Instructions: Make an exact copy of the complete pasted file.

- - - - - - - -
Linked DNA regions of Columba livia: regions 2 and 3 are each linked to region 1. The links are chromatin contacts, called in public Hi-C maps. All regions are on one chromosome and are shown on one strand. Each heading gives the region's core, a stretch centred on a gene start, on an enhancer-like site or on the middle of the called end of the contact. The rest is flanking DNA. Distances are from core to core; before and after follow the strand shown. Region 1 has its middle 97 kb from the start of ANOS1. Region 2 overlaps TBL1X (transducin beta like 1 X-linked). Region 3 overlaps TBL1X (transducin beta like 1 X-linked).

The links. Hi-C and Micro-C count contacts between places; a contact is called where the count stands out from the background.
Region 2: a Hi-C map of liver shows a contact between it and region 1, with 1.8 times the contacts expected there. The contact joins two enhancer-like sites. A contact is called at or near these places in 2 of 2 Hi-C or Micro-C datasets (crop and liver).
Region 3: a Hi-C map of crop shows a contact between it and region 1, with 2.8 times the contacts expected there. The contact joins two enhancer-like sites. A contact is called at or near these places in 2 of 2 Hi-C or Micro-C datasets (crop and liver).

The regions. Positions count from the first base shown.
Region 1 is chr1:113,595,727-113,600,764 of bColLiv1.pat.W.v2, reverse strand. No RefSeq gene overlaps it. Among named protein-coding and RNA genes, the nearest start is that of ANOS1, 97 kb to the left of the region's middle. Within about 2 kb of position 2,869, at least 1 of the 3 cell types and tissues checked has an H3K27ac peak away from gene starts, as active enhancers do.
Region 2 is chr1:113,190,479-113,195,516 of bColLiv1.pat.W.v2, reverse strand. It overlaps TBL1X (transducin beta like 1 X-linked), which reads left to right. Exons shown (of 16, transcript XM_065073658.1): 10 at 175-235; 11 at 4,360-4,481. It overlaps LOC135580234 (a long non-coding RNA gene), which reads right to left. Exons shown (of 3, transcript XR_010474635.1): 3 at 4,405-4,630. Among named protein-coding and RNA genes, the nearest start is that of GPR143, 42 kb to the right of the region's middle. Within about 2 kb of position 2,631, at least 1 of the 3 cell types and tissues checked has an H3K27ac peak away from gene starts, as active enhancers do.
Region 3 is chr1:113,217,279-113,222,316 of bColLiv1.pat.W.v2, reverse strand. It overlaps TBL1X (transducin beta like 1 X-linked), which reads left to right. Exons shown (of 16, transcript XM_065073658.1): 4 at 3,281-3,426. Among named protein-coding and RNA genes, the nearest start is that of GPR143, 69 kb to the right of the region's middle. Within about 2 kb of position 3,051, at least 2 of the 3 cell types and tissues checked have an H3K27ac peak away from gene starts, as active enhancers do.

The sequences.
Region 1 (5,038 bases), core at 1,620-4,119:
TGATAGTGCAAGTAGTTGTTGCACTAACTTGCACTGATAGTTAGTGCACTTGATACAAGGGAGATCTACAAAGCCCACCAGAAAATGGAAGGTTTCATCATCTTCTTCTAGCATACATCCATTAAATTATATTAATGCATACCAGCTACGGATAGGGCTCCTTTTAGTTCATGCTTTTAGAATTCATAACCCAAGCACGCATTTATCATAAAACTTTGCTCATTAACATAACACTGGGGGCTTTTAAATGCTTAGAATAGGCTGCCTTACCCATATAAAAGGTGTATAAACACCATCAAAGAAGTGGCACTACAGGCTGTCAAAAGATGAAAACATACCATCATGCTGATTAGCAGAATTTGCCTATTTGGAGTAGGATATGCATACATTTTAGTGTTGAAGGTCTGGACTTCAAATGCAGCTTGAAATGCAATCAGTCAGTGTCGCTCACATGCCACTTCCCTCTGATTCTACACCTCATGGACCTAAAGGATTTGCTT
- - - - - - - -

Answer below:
Linked DNA regions of Columba livia: regions 2 and 3 are each linked to region 1. The links are chromatin contacts, called in public Hi-C maps. All regions are on one chromosome and are shown on one strand. Each heading gives the region's core, a stretch centred on a gene start, on an enhancer-like site or on the middle of the called end of the contact. The rest is flanking DNA. Distances are from core to core; before and after follow the strand shown. Region 1 has its middle 97 kb from the start of ANOS1. Region 2 overlaps TBL1X (transducin beta like 1 X-linked). Region 3 overlaps TBL1X (transducin beta like 1 X-linked).

The links. Hi-C and Micro-C count contacts between places; a contact is called where the count stands out from the background.
Region 2: a Hi-C map of liver shows a contact between it and region 1, with 1.8 times the contacts expected there. The contact joins two enhancer-like sites. A contact is called at or near these places in 2 of 2 Hi-C or Micro-C datasets (crop and liver).
Region 3: a Hi-C map of crop shows a contact between it and region 1, with 2.8 times the contacts expected there. The contact joins two enhancer-like sites. A contact is called at or near these places in 2 of 2 Hi-C or Micro-C datasets (crop and liver).

The regions. Positions count from the first base shown.
Region 1 is chr1:113,595,727-113,600,764 of bColLiv1.pat.W.v2, reverse strand. No RefSeq gene overlaps it. Among named protein-coding and RNA genes, the nearest start is that of ANOS1, 97 kb to the left of the region's middle. Within about 2 kb of position 2,869, at least 1 of the 3 cell types and tissues checked has an H3K27ac peak away from gene starts, as active enhancers do.
Region 2 is chr1:113,190,479-113,195,516 of bColLiv1.pat.W.v2, reverse strand. It overlaps TBL1X (transducin beta like 1 X-linked), which reads left to right. Exons shown (of 16, transcript XM_065073658.1): 10 at 175-235; 11 at 4,360-4,481. It overlaps LOC135580234 (a long non-coding RNA gene), which reads right to left. Exons shown (of 3, transcript XR_010474635.1): 3 at 4,405-4,630. Among named protein-coding and RNA genes, the nearest start is that of GPR143, 42 kb to the right of the region's middle. Within about 2 kb of position 2,631, at least 1 of the 3 cell types and tissues checked has an H3K27ac peak away from gene starts, as active enhancers do.
Region 3 is chr1:113,217,279-113,222,316 of bColLiv1.pat.W.v2, reverse strand. It overlaps TBL1X (transducin beta like 1 X-linked), which reads left to right. Exons shown (of 16, transcript XM_065073658.1): 4 at 3,281-3,426. Among named protein-coding and RNA genes, the nearest start is that of GPR143, 69 kb to the right of the region's middle. Within about 2 kb of position 3,051, at least 2 of the 3 cell types and tissues checked have an H3K27ac peak away from gene starts, as active enhancers do.

The sequences.
Region 1 (5,038 bases), core at 1,620-4,119:
TGATAGTGCAAGTAGTTGTTGCACTAACTTGCACTGATAGTTAGTGCACTTGATACAAGGGAGATCTACAAAGCCCACCAGAAAATGGAAGGTTTCATCATCTTCTTCTAGCATACATCCATTAAATTATATTAATGCATACCAGCTACGGATAGGGCTCCTTTTAGTTCATGCTTTTAGAATTCATAACCCAAGCACGCATTTATCATAAAACTTTGCTCATTAACATAACACTGGGGGCTTTTAAATGCTTAGAATAGGCTGCCTTACCCATATAAAAGGTGTATAAACACCATCAAAGAAGTGGCACTACAGGCTGTCAAAAGATGAAAACATACCATCATGCTGATTAGCAGAATTTGCCTATTTGGAGTAGGATATGCATACATTTTAGTGTTGAAGGTCTGGACTTCAAATGCAGCTTGAAATGCAATCAGTCAGTGTCGCTCACATGCCACTTCCCTCTGATTCTACACCTCATGGACCTAAAGGATTTGCTT